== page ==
Any construction of pole that cuts it into segments for adjustable length or collapsibility is going to reduce the strength of the pole and increase its chances of breakage. A high-impact fall in-bounds at a resort can easily result in breakage for a segmented pole. So if you are picking a pair of poles for mostly resort-based skiing, with a few short tours and sidecountry laps, a fixed-length pole will almost certainly be adequate and will last you longer. You’ll almost certainly get bomber construction that will last you at least a couple of years, and it’s rare you’ll miss the need for adjustability. Weight is less of a factor for fixed-length poles, too, because you’re typically not using them for long backcountry tours. Adjustable length is a key feature if you’ll be touring more than a handful of times per year, because you want a bit shorter poles when climbing versus when you’re riding downhill. But durability is wildly dependent on price and materials. Collapsible z-poles usually allow you to adjust the length as well, but are most useful when you’re frequently going to need to stow your poles inside your pack, not just strapped to the outside. Z-poles are particularly valuable if you’re going to be traveling with your poles or when you’re splitboarding. But remember that the durability of z-poles is also very dependent on price and materials, as with standard adjustable-length poles.
For most downhill laps, the weight of the pole is less important and you’ll mostly care about minimizing the swing weight caused by the size of basket.
A smaller basket is more comfortable to swing on the downhill, but will punch through on softer and deeper snow without supporting your weight. So for mostly in-resort skiing you can be happy with a few more grams and more durability. But if you’re touring for long distances, then you won’t want just any adjustable-length pole. You’ll want one that’s made of the highest-grade aluminum or carbon, which will give you the best strength-to-weight ratio.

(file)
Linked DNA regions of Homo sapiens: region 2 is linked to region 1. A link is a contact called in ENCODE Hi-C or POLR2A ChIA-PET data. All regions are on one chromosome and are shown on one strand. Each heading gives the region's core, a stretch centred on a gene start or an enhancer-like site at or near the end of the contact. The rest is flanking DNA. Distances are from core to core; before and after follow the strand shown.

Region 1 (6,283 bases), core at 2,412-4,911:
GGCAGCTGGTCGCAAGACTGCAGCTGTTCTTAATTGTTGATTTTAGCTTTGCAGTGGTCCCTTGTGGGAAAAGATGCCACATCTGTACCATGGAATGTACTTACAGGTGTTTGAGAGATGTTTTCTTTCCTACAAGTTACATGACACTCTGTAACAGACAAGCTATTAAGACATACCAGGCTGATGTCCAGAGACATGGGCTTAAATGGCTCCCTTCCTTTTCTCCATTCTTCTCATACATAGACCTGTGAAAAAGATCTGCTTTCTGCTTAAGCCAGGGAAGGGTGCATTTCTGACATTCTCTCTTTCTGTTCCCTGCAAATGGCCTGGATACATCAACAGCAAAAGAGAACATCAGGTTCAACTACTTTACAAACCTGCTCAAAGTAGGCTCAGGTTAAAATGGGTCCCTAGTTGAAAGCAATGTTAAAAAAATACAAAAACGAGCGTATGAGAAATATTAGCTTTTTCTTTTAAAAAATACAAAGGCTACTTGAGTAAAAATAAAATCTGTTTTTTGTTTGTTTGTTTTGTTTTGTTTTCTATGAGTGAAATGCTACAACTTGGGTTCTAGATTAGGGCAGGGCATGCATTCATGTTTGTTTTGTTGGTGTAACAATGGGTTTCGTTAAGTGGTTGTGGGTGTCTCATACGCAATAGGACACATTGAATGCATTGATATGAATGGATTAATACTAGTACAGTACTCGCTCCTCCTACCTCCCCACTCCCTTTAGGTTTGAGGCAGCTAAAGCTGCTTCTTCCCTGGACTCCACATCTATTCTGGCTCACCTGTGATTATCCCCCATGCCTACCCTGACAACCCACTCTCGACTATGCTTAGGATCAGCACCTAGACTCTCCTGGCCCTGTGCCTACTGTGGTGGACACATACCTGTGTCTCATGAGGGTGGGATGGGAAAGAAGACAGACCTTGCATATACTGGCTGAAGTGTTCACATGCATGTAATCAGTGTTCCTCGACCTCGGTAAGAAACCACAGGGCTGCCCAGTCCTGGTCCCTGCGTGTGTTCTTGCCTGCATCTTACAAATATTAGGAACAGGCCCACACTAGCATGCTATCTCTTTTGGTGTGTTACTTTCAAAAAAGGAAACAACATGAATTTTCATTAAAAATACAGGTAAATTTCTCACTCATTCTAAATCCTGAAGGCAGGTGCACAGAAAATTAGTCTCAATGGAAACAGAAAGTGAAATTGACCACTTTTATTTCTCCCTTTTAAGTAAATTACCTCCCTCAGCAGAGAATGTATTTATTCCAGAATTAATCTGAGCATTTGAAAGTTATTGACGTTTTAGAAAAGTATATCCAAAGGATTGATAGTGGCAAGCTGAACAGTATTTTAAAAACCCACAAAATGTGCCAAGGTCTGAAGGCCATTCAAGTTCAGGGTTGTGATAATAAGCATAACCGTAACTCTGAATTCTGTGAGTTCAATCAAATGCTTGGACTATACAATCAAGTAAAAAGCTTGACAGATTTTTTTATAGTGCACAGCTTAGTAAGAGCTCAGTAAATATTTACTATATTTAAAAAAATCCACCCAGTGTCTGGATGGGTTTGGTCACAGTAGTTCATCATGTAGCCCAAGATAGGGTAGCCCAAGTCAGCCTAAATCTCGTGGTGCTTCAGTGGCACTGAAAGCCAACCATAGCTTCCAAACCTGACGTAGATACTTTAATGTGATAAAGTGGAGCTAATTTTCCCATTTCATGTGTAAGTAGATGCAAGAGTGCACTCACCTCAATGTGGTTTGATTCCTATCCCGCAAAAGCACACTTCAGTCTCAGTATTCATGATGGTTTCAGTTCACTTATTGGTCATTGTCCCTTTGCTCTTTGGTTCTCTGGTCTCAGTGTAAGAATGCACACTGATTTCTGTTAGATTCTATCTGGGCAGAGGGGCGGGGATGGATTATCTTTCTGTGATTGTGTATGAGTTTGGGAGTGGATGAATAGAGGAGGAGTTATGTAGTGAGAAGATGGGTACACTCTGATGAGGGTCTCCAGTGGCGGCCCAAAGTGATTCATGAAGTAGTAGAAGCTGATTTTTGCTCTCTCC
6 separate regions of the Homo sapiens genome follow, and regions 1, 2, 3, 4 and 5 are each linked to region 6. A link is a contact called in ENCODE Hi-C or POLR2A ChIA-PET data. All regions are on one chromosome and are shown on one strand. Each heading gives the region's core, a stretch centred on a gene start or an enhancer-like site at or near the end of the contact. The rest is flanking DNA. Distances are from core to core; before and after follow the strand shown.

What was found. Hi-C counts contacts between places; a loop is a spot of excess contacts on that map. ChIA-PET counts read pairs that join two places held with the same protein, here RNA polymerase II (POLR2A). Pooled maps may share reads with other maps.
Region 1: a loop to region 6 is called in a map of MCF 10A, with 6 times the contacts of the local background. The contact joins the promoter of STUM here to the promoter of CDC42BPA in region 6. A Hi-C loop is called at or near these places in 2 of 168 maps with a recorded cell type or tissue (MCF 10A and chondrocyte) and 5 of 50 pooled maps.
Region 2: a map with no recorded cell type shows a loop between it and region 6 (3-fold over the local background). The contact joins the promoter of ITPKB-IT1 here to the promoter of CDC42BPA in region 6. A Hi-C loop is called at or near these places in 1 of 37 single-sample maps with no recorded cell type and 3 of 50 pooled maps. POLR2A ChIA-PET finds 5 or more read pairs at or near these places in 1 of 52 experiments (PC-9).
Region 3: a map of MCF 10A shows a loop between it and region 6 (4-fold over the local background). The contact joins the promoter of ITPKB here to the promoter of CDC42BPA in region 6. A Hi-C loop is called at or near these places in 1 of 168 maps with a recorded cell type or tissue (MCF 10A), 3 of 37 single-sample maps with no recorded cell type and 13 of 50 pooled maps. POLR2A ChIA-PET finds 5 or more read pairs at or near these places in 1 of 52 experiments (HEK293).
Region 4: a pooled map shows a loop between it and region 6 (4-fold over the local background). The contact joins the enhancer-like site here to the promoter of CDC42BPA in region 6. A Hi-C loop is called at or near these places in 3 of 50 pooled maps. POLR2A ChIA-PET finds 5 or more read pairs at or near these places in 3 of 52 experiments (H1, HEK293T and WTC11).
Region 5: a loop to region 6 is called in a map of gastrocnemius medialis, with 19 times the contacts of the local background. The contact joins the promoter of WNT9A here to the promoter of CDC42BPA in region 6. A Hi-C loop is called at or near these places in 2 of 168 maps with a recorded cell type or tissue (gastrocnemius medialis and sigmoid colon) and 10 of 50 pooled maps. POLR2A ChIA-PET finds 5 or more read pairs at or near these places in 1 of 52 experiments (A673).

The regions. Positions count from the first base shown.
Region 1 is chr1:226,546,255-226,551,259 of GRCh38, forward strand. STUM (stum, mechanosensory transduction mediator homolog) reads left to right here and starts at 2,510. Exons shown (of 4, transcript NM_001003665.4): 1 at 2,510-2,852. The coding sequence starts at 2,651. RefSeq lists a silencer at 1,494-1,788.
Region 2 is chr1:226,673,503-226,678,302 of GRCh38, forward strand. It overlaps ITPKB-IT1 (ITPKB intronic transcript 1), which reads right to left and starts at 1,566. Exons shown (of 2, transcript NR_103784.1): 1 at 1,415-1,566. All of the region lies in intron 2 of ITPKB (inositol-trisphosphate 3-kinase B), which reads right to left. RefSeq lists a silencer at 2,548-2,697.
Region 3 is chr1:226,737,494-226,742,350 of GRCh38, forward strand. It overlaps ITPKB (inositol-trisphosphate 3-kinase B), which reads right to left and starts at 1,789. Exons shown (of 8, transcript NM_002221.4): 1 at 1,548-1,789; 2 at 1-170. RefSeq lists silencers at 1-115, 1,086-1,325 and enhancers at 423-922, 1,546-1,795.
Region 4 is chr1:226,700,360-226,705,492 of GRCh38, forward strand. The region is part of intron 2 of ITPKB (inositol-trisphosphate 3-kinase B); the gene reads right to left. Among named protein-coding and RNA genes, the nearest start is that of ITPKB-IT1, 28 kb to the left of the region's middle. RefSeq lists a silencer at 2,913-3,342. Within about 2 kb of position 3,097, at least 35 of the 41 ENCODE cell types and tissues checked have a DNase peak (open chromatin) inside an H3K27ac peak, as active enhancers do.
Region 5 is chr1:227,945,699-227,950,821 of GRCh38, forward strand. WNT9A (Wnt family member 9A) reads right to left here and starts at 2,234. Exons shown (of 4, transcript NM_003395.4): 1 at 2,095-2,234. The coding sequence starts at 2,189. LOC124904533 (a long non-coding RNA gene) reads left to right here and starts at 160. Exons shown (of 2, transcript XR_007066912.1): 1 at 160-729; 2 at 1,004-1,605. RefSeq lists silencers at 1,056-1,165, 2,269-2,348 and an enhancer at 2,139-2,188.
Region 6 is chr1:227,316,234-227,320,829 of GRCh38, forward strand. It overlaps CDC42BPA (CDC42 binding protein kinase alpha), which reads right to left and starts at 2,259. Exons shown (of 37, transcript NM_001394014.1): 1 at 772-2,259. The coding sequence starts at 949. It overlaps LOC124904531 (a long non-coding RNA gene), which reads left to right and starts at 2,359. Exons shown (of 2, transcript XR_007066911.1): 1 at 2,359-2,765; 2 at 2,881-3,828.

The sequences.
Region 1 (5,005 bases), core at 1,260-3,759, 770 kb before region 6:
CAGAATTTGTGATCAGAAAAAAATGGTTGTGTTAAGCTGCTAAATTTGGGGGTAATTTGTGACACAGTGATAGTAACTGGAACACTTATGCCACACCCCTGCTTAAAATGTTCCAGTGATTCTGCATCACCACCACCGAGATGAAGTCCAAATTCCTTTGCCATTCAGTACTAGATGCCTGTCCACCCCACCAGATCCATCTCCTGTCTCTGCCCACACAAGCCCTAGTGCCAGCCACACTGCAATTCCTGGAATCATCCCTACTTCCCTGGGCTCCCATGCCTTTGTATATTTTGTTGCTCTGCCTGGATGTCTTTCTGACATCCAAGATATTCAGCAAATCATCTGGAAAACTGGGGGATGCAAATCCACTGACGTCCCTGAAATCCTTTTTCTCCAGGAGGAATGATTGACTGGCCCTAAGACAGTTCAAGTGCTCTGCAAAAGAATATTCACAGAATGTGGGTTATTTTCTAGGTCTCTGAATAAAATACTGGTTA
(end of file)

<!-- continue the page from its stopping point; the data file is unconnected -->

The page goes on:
Lots of great accessories have been created for poles lately, which will help you make them not just do double-duty with touring and resort skiing, but triple-duty as a trekking pole or even a camera monopod.
If you have a flex tech tip, as most high-end poles have today, you should be able to swap out the carbide tips you use when skiing for rubber backpacking tips in the summer. For less than $10 you can improve your stability in sketchy situations and feel like a billy goat no matter the season. There are probe poles, which can convert into an avalanche probe at need. But to be frank, they take such a fair amount of effort to convert into a probe that you would only want those if you aren’t going to buy a separate probe to carry in your pack and you are willing to practice-practice-practice. Swappable baskets are helpful for using the same poles on deep powder days as well as in-bounds groomer days. And lastly, there is the carbon whippet pole that has the blade of an ice axe attached (sold as a single, not a pair). Very helpful if you’ll be ski mountaineering, but dangerous to your eyeballs in a crash. Please only pick up a whippet pole if you are going to regularly be embarking on very serious, exposed ski mountaineering tours.